Bong Revilla, Honasan to skip Senate probe on 'pork' scam

(Updated 3:50 p.m.) Despite being dragged into alleged anomalies involving pork barrel funds, Senators Ramon Bong Revilla Jr. and Gringo Honasan on Wednesday said they will not attend the Senate probe on the supposed misuse of these discretionary funds.

In a statement, Revilla said he will skip the inquiry out of "prudence," adding that he is also not a member of the Senate blue ribbon committee, which will conduct the investigation on Thursday.

He, however, said that he "fully supports the inquiry as all of the other investigations into the matter."

"Naniniwala ako na sa isang patas at objective na pagsusuri sa kontobersiya ay lalabas ang katotohanan. Those truly responsible should be held accountable and punished," Revilla said.

In a separate statement, Honasan said he decided not to attend the inquiry because the "Senate should focus more on the real issue rather than put on the spot the different personalities who are involved in the controversy."

Honasan also said he supports the Senate blue ribbon committee probe on the alleged pork barrel scam.

Last month, the Philippine Daily Inquirer identified Revilla and Honasan as among the five senators who allegedly allocated portions of their pork barrel funds to ghost projects worth P10 billion.

Senators Juan Ponce Enrile, Ferdinand Marcos Jr.and Jinggoy Estrada were also linked by the newspaper report to the alleged anomaly.

Revilla, Enrile and Estrada were also identified in a recent Commission on Audit (COA) report as among the lawmakers who supposedly received excess pork barrel funds from 2007 to 2009.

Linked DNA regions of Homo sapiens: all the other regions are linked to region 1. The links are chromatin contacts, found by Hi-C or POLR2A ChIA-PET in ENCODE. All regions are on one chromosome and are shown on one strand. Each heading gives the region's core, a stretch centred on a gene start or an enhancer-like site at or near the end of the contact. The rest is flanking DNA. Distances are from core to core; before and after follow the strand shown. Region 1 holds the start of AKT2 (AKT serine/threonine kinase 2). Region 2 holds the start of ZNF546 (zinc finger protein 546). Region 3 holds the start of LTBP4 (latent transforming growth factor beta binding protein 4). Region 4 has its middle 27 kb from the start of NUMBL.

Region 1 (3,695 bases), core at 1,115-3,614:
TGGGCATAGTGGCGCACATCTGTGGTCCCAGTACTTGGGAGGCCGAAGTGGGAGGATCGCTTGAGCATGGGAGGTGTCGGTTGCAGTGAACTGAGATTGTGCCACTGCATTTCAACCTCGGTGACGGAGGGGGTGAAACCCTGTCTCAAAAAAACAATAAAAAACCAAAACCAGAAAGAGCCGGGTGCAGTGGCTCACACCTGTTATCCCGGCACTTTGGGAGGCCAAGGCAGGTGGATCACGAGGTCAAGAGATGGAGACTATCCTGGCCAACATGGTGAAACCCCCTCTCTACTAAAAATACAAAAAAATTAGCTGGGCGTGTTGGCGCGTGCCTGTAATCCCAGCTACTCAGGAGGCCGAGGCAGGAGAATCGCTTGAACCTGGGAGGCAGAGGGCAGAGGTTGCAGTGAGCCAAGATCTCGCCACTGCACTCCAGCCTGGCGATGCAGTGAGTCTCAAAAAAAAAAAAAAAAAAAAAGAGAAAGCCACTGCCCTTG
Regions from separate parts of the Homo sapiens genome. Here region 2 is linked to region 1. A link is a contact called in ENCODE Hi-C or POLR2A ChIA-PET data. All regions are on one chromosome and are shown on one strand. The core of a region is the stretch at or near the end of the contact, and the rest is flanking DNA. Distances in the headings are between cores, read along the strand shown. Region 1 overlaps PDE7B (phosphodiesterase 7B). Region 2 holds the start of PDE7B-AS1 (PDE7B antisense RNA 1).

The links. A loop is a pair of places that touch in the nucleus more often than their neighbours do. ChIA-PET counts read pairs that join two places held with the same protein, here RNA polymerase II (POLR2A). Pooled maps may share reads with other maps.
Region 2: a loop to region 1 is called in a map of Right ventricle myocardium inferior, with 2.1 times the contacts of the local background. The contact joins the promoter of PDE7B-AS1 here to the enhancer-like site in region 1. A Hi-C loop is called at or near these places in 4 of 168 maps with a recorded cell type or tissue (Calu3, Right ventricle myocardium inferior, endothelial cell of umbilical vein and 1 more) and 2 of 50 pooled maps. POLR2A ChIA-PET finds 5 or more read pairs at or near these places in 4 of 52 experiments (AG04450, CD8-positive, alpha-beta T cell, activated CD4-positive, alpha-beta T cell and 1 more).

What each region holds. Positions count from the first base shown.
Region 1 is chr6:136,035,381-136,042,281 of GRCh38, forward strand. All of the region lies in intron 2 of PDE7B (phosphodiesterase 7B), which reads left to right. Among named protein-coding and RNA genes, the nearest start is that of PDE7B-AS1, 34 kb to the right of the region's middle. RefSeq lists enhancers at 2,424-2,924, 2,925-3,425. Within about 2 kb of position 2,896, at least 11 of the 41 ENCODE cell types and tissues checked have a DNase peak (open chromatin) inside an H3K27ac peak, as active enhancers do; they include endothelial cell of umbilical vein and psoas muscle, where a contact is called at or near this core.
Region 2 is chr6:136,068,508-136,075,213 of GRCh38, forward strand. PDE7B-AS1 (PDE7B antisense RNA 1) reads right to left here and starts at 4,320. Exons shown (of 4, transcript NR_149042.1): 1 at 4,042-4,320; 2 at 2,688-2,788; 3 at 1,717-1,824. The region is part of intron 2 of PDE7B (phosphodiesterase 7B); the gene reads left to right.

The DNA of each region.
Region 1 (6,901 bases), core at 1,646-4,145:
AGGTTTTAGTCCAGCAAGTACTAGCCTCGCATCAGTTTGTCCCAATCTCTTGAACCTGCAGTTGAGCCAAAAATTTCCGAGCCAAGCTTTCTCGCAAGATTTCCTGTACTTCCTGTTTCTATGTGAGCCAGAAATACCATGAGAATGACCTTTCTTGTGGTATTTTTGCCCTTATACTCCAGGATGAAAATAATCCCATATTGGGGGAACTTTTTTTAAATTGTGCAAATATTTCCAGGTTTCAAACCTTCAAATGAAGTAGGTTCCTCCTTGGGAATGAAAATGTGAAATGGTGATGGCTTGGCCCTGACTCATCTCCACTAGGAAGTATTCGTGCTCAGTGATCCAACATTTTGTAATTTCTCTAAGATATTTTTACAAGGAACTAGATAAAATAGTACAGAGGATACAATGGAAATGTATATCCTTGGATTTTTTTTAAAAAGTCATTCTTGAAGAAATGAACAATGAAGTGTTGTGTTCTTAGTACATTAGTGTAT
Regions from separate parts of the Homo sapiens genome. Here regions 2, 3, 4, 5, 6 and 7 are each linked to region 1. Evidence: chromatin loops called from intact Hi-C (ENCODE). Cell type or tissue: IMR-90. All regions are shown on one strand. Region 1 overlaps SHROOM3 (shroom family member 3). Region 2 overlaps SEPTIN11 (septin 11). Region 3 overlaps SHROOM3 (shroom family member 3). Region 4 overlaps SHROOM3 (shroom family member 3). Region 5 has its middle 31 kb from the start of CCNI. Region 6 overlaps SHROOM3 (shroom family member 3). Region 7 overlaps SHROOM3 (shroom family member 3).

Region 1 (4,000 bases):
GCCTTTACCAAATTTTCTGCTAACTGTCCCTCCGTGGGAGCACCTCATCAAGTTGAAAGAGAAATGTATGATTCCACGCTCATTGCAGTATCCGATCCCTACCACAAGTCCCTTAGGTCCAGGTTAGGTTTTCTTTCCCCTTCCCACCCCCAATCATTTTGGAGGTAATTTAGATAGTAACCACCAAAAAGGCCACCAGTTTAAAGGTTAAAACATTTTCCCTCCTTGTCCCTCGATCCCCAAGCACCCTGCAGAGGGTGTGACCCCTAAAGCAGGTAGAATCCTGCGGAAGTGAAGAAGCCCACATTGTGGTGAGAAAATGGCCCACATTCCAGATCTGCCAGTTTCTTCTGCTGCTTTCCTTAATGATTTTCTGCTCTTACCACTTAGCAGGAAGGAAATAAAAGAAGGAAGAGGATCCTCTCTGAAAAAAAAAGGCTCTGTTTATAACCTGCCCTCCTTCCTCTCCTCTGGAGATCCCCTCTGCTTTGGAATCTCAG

Last week, Enrile said he is "ready to be investigated and prosecuted" in connection to alleged irregularities in the use of his pork barrel funds.

Public indignation over the alleged misuse of pork barrel funds has led to the largest protest under the Aquino administration, and has prompted President Benigno Aquino III to move for the abolition of the Priority Development Assistance Fund (PDAF), the formal name of pork barrel funds received by lawmakers every year.

Jinggoy to attend

Estrada, meanwhile, said that he will attend the investigation, but did not say if he will subject himself to questioning.

"I will attend tomorrow's hearing and I will answer questions in the proper forum if ever I will be implicated," Estrada said in an interview.

Asked if the Senate is the proper venue for him to clear his name, Estrada said, "I don't know if this is the proper forum."

Marcos, for his part, said he has not yet made up his mind on whether or not to show up at the probe.

"I haven't decided yet on what to do... Let me just think about this first," Marcos said in a separate interview.

He also declined to state why he still has qualms about attending the congressional inquiry.

Chiz wants more witnesses

Senator Francis Escudero, meanwhile, called on the Senate blue ribbon committee to invite more witnesses in the investigation.

He said he particularly wants the Senate panel to invite whistleblowers of the alleged anomaly, as well as past and incumbent officials of agencies which reportedly transferred pork barrel funds to bogus NGOs.

"We only hear and read about them from the news. It is time we hear it straight from these people," Escudero said in a separate interview.

He identified the National Agribusiness Corp (NABCOR),

Technology Resource Center (TRC), National Livelihood Development Corp. (NLDC), Zamboanga del Norte Rubber Estate Corp. (ZREC) and the Philippine Forest Corp. (PhilForest) as among the list of entities that he would ask to be called before the committee.

So far, only COA officials have been identified as resource persons for the Senate probe. — KBK, GMA News

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